It is nice to see MIDP finally takes up the enterprise market. However, J2ME is much more than MIDP. There are PersonalJava and Personal Profile that runs perfectly well on my PocketPC or Zaurus devices. Enterprise mobile applications require a wide variety devices from pervasive handsets to TabletPCs. Java provides a unique oppurtunity to mix those devices and backend services altogether.

    Anyway, if you are interested in more enterprise applications of J2ME, stop by my JavaOne BoF session and we can discuss more ... The session targets experienced Java developers who wants to add mobility to their applications.

    Design Patterns and Best Practices for JavaTM Technology-Based Mobile Applications

    Author of Enterprise J2ME coming soon from Prentice Hall
    J2ME versus .NET Compact Framework: Original, Reloaded
  7. J2ME is much more than MIDP[ Go to top ]

    Hello Michael

    I have been investigating the OSGi framework for higher end modules with more compute power. I am attending the JavaOne Conference this year, definitely would be interested to talk to you about Java in mobile applications.

  8. Hi all,
    Once upon a time there was roumoring about PDAP which is samo where between J2ME and Personal Profile. I am strongly in need of such a spesification since J2ME is so limited and Personal Profile is bigger than most handheld device can handle. I don't believe that handsets are a solution for most mobile enterprise applications becouse of their tiny screens and memory. Our sales department would never agree for selling things through their handsets but try to cope up with a handheld which has greater flexibility for both developer and user.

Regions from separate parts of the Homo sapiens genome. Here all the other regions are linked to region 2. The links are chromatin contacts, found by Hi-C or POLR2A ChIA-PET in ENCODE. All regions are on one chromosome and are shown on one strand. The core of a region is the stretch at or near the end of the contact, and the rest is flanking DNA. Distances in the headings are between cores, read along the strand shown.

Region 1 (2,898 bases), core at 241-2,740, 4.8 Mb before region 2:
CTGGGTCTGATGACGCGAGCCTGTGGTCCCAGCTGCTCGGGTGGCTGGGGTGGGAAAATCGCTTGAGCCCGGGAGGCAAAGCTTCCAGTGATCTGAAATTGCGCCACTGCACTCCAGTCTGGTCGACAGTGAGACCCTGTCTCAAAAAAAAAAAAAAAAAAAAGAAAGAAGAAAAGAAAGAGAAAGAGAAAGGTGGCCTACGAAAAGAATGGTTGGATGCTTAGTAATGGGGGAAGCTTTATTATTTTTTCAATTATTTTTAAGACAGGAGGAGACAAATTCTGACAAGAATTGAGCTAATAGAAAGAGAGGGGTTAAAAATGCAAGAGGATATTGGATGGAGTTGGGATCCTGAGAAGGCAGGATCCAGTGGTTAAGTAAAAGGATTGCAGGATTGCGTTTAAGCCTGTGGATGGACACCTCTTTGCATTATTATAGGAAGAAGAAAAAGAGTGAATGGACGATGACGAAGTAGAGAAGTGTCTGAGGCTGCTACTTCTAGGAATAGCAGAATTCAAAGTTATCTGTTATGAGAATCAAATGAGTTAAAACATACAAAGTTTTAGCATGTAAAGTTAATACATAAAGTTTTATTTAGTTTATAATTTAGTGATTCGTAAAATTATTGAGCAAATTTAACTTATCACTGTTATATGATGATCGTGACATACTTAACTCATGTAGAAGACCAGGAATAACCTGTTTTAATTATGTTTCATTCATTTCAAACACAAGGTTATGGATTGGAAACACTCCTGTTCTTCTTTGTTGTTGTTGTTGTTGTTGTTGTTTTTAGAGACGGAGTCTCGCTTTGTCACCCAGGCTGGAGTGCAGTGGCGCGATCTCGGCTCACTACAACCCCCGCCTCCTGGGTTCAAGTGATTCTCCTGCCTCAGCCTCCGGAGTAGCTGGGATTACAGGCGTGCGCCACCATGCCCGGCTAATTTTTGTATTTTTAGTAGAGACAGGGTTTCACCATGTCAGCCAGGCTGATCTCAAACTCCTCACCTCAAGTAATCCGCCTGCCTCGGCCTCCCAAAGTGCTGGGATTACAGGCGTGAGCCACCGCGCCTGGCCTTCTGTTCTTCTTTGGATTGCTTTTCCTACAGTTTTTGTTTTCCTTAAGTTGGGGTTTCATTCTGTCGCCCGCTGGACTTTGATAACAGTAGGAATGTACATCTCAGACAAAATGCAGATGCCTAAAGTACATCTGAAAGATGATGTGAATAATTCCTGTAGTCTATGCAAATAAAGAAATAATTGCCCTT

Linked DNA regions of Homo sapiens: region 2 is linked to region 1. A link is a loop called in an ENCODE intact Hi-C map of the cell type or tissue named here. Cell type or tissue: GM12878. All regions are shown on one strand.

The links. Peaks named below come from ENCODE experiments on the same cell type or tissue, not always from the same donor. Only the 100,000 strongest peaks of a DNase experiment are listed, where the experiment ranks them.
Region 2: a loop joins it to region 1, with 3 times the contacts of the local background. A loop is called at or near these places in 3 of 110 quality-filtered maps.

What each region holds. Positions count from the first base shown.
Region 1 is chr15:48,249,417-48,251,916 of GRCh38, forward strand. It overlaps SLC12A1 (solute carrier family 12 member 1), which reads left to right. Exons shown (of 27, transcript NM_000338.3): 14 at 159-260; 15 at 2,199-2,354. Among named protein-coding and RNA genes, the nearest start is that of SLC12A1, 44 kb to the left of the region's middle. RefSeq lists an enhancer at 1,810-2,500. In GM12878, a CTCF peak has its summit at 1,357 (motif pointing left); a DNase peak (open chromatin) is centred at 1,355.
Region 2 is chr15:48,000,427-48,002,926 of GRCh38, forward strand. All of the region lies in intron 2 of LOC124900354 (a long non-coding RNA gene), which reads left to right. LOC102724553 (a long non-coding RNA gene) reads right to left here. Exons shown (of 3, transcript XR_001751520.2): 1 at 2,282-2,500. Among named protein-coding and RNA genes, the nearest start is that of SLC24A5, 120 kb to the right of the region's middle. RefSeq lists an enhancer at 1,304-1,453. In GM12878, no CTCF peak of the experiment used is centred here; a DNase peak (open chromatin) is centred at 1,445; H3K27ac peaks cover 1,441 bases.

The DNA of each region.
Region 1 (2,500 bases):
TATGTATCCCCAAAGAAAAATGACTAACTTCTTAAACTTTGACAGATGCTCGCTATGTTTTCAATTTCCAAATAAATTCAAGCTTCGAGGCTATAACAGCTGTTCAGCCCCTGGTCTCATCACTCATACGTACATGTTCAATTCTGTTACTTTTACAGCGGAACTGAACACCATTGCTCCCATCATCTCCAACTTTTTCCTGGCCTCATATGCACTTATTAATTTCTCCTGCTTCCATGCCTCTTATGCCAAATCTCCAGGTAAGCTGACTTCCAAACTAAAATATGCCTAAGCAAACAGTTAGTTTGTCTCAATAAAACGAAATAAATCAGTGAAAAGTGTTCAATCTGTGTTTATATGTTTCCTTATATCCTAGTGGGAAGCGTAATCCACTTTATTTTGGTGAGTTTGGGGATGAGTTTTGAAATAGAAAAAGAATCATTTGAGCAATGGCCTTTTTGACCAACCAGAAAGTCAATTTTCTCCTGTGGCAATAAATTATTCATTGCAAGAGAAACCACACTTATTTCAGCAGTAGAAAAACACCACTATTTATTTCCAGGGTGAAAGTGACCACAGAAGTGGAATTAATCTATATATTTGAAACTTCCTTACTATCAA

9. The PDAP is dead[ Go to top ]

    The PDAP is now PDA OP (an optional package over the MIDP to provide file I/O and PIM access for low end PDA devices). The PDAP made sense a few years ago for PalmOS PDAs. But now, Palm PDAs are more and more powerful and I think the Personal Profile will be more suitable for them.

    I think many people might be surprised how powerful the MIDP plus optional packages could become. In fact, the next generation Symbian will be completely based on MIDP and advanced OPs.


    Author of Enterprise J2ME coming soon from Prentice Hall
    J2ME versus .NET Compact Framework: Original, Reloaded
  10. Forget about .NOT. If current trends continue (growth rates, market share), Microsoft is destined to lose the embedded market entirely within the next two years. You may want to pay a little more attention to reality, the new reality, that is unfolding. As soon as it becomes clear that Microsoft cannot control embedded, the game will be over. And I rather suspect, that the SCO vs Linux fud is but a pre-ample of what is coming from Microsoft. Microsoft alreay knows what is in store. Steve Ballmer unloading Microsoft stock by the truckload? Say it isn't so, Joe. For a company that has a $50 billion war chest, it will be exciting to watch it evaporate, as Linux mows 'em down. I look forward to this scenario with great optimism for the future. It will move mankind forward a great degree once the world is rid of this most vile and repugnant pariah.